What better or easier way to do that, than to simply quote EVERY job by routinely offering (say) three price options:

    $10/k for urgent delivery (i.e. that falls outside our normal flow);

    $9/k for normal delivery;

    $8/k if you’re in no hurry and allow us to blend it into our workflow at a time that suits us.

    The numbers are arbitrary, of course. But the point is that for 100 years we’ve priced everything on a normal delivery basis, but we cave in and deliver many jobs ahead of schedule, which has a disruptive and largely un-recovered cost impact. Economists love this three-tiered approach as it places a cost on disruption, but it ALSO offers a reward/incentive to those clients who genuinely aren’t in any hurry. Why should they pay as much as the queue-jumper? But that’s what our traditional one size-fits-all pricing philosophy has encouraged over the years: it’s actually ENCOURAGED everyone to seek a rushed delivery benefit for free!

    This idea is not new! Airlines use it, as do hotels, just about every service provider in a competitive market where excess capacity can come and go like the wind, uses it – except the printing industry!

    There is no LOGICAL reason why we shouldn’t adopt a capacity-based pricing model. We can now monitor and predict our workflow pretty well. I think the answer is that our estimators probably went to the same school that estimators in the building game went to where you simply take the cost of a tonne of bricks, add the cement (metaphorically), add the labour component, add the lot together and bingo! there’s the cost of your building.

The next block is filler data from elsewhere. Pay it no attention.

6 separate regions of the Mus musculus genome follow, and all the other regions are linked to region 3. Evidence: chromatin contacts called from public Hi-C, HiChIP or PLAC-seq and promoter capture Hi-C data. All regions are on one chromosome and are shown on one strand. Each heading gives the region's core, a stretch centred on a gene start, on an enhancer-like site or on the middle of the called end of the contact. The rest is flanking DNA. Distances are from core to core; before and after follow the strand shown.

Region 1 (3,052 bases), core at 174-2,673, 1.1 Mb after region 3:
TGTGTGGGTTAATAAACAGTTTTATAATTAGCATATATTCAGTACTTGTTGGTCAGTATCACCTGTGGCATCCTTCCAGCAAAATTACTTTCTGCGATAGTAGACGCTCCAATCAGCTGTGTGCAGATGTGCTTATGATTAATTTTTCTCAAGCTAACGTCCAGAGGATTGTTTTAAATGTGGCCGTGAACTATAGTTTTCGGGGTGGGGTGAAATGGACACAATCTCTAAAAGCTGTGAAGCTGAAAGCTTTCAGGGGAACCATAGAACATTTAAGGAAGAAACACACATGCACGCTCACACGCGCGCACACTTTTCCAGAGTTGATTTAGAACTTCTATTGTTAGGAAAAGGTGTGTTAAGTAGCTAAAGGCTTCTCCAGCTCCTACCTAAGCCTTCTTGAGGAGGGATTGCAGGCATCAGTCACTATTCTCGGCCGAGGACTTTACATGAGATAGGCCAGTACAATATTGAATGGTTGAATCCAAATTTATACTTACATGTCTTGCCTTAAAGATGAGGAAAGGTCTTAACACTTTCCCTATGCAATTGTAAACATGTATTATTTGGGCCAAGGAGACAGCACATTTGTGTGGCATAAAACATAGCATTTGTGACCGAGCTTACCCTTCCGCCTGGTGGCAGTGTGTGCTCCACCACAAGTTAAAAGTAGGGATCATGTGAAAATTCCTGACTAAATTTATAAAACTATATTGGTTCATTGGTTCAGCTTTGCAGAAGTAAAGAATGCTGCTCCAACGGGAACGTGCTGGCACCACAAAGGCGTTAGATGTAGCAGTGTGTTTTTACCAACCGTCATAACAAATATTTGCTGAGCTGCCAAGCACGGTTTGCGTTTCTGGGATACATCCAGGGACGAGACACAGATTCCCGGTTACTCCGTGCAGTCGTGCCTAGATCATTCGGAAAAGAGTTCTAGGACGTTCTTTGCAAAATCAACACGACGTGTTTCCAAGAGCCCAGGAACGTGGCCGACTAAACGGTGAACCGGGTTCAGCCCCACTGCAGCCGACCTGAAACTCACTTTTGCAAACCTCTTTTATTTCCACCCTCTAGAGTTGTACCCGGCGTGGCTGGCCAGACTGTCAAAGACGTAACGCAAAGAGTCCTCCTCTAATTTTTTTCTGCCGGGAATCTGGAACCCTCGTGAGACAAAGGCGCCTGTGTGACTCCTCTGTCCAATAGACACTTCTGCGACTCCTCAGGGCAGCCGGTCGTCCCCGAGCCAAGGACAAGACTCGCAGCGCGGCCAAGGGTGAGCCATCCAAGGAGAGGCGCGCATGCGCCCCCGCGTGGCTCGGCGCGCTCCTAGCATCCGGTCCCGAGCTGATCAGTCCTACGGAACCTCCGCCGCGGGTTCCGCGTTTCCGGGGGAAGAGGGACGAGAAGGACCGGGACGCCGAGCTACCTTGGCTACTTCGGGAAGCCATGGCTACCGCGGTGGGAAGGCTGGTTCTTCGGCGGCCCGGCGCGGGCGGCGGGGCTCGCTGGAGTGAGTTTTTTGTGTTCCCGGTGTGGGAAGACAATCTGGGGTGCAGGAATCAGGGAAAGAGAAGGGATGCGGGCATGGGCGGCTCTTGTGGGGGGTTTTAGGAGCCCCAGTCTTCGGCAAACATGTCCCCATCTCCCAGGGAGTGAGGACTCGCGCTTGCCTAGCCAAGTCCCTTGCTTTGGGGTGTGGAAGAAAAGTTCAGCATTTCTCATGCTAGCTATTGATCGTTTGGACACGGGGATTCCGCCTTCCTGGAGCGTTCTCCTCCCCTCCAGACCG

I know it’s going to cause aggravation among some quarters, who will struggle to understand why the very same book or brochure could cost $6 one day and $5 another. I’m dying to tell someone, somewhere, someday, the reason is that the latter client didn’t lie about wanting it overnight; he actually gave the printer a few days extra to produce it!

    But getting back to your new approach. The economist would view it as simply stopping one client gaining an unfair advantage –i.e. getting his job earlier than another client, but not paying anything for that benefit. It’s a bit like a crowd at a football match; if one person stands up to gain an unfair advantage everyone else then has to. But nobody is better off. In fact they’re all worse off, because now they’re all standing!

    Your pricing approach, is virtually like saying, if EVERYBODY sits down, we’re ALL going to be better off!

    Everyone in our industry is complaining about margins. Everyone’s complaining about not wanting to lower prices, because in theory it squeezes margins. Everyone talks about trying to get a better i.e. higher, price.  But the paradox is, that the higher the price of ANYTHING, the LESS people will buy. With the advent of the internet and other media, it was never so important that print should be price competitive, not with the bloke down the road, but with other communication options.